Onto the holster scene jumps a fairly new company from Oklahoma, Yeti-Tac. The product tested in this case is the Yeti Pro, a Kydex, outside-the-waistband, pancake style holster for the Glock 43. This copy is black; the company also makes holsters in a spectrum of colors and with custom graphics.
The holster has rigid loops to accommodate your choice of a 1.5 to two-inch belt. The loops are secured by grommets and screws, which can be moved to adjust the height of carry up or down by an inch.
The Yeti-Tac is slightly curved to fit the contour of the wearer’s waist, making it quite form-fitting. The fit facilitates concealment under a shirt or jacket by positioning the gun fairly high in relation to the belt. While this may not be a comfortable position from which to perform repeated draws, it’s practical for concealment purposes. The holster shields and provides impenetrable protection for the trigger guard. It is comfortable and safe for either concealment or range use, assuming any garment is out of the way upon re-holstering.
The Yeti-Tac rode comfortably and stayed in place for hours on our testers, who for the most part were pleased with the product. Insertion and drawing of the gun was easy, except when the wearer was strapped in a seatbelt—but that is true of most holster arrangements.
This holster is marketed for use with the popular 9mm Glock 43, but the Glock 42, chambered in .380, also fits quite well. There is a positive “click” into place when the 42 is inserted, while the 43 offered no such feedback.
Once holstered, the 42 has slight room to move side-to-side, while the 43 is completely trapped in place, so much that it can be taken out of battery by up to 1/8 inch as a result of holstering unless the tightening screws are loosened substantially. This can be corrected by either pressing the thumb down on the faceplate of the slide, SEE PHOTO or it simply self-corrects on the draw. This does not, at least according to this test, impede safety or function of the G43.
Both Glocks are entirely secure in the holster until the wearer decides to draw. Work and play that turns the wearer upside down would be safe with the Yeti-Tac holstering either the Glock 42 or 43. A company representative seemed surprised to hear that the .380 fit as well as the 9mm handgun for which the holster is made.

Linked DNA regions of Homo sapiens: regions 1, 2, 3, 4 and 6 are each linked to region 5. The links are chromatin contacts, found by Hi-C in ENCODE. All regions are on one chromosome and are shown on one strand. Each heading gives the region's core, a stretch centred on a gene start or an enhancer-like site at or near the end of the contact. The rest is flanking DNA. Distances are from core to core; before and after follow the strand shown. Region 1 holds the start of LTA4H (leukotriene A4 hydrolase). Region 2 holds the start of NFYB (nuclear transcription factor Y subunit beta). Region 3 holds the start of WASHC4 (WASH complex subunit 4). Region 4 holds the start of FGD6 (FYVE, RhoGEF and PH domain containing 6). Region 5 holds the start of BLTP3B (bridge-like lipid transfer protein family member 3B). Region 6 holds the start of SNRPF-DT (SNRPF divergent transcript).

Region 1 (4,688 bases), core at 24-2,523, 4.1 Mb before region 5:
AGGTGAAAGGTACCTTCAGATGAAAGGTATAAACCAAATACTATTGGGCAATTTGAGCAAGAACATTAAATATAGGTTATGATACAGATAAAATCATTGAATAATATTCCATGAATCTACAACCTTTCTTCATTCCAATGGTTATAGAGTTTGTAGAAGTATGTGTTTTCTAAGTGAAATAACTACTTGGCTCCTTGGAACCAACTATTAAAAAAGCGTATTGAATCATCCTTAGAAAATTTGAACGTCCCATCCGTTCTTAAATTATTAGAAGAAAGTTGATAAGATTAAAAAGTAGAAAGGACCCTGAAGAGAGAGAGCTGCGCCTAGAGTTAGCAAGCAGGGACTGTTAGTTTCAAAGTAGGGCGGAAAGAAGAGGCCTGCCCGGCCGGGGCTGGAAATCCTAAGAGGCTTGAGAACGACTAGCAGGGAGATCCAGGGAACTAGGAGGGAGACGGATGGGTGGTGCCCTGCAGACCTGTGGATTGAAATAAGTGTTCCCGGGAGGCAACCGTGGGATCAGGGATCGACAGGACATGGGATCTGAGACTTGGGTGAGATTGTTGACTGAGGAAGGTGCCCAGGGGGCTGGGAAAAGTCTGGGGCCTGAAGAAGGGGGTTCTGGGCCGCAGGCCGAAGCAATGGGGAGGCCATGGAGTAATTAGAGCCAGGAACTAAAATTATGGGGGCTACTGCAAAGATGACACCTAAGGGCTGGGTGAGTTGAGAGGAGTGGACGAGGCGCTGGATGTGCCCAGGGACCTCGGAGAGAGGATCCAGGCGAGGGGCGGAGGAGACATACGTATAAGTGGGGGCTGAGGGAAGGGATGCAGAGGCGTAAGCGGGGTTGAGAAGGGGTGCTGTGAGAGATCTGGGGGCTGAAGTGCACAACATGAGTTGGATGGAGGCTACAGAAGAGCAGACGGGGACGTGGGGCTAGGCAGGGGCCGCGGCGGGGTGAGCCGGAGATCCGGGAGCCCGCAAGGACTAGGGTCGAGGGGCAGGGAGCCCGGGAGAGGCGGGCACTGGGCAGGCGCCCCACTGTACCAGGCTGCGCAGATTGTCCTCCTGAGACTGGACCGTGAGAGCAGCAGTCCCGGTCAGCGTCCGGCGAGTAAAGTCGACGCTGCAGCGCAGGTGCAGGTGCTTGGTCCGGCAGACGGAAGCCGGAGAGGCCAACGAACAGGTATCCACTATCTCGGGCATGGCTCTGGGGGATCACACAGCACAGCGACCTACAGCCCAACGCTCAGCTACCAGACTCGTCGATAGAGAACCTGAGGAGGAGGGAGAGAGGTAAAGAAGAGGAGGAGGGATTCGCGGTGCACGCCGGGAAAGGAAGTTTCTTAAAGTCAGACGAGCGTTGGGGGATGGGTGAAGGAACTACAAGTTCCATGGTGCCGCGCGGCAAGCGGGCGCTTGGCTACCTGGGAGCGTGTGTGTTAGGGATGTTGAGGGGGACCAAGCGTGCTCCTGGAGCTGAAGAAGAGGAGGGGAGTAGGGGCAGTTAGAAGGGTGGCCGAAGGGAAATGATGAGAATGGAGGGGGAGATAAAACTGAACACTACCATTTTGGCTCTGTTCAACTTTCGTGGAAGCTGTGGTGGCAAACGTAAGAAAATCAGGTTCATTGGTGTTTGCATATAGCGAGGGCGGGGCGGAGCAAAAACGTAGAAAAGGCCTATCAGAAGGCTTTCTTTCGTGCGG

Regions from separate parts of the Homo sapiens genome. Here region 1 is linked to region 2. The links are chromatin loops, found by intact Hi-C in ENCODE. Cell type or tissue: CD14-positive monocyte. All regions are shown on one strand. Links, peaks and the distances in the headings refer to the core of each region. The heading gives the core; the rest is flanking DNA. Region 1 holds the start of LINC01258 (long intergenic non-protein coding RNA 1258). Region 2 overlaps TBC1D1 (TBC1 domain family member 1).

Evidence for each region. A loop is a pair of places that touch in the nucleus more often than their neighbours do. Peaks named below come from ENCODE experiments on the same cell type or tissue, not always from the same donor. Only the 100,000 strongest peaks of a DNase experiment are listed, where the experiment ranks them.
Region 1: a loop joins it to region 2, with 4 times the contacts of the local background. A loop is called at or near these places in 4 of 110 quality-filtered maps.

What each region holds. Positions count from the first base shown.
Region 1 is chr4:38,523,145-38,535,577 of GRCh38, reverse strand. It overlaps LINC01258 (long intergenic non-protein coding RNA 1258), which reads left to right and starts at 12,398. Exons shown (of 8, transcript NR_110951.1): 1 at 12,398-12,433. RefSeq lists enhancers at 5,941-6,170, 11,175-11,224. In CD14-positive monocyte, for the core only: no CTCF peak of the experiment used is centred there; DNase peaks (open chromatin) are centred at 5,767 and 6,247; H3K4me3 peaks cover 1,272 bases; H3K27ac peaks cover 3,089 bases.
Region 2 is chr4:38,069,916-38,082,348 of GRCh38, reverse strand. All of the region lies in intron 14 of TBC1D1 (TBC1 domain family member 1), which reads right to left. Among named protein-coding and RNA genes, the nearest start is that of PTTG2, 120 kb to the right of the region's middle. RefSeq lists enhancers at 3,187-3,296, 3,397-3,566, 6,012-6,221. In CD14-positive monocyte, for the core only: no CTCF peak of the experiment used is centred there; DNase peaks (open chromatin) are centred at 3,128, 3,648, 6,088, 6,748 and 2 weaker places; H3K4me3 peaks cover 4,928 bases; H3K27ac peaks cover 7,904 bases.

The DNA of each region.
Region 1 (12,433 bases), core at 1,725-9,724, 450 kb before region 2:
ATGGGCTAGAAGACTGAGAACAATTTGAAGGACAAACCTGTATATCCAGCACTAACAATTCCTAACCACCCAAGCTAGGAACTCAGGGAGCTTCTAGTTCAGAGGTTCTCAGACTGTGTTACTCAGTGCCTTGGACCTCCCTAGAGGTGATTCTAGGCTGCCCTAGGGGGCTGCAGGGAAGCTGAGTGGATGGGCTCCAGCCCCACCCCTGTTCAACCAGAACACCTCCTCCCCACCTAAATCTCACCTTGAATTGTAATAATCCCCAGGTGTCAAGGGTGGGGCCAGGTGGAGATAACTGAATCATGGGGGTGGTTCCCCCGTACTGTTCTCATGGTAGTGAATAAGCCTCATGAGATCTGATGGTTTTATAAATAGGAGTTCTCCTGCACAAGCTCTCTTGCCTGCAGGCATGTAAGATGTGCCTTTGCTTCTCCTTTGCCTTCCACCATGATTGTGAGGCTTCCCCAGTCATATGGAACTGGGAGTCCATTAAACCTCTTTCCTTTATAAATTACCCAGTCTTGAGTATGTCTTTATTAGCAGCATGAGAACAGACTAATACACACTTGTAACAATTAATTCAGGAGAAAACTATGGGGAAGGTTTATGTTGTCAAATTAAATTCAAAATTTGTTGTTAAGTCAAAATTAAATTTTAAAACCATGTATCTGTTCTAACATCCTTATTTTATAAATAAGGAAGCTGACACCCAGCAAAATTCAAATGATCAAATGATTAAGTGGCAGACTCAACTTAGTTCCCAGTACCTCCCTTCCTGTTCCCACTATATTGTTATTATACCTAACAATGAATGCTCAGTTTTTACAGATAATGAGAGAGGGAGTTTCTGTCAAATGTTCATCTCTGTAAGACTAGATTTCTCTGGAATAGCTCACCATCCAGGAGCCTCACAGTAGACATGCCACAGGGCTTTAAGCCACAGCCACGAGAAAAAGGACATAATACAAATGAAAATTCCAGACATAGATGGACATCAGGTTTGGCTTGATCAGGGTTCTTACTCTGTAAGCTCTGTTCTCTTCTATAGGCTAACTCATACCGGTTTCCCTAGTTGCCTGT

The sight channel is extra-high without being bulky. It should easily accommodate after-market sights for the smallest Glocks.
As is the case with most other Kydex holsters, the screws of this one can loosen with just a day or two of use. This may initially seem to be a pitfall. However, we found the degree of tightness to be adjustable to suit wearer preference, all within safe parameters. There is the danger of screws coming entirely loose, which can result in the gun falling out. Yeti-Tac’s product is on par with similar Kydex models in this regard. A company owner personally recommended treatment of the screws with Loctite® to prevent loosening. Based on this test, Loctite® treatment is strongly recommended for those who want to use this holster for a G43 and want the screws sufficiently loose to keep the slide from being dislodged.
Yeti-Tac’s price for the G43 holster is $60. Most of their other models are priced around that amount or lower. The company offers a wide array of colors and graphics, and even custom models featuring your own pattern or logo. Considering the substantial labor associated with crafting Kydex holsters as well as competitors’ prices, this is quite competitive.
We reached out to Yeti-Tac with product questions twice during this trial. Their response was fast and thorough. This new company seems eager to serve and small enough to be accountable.
For those wanting a Kydex belt holster, especially one with custom features, Yeti-Tac is worthy of consideration.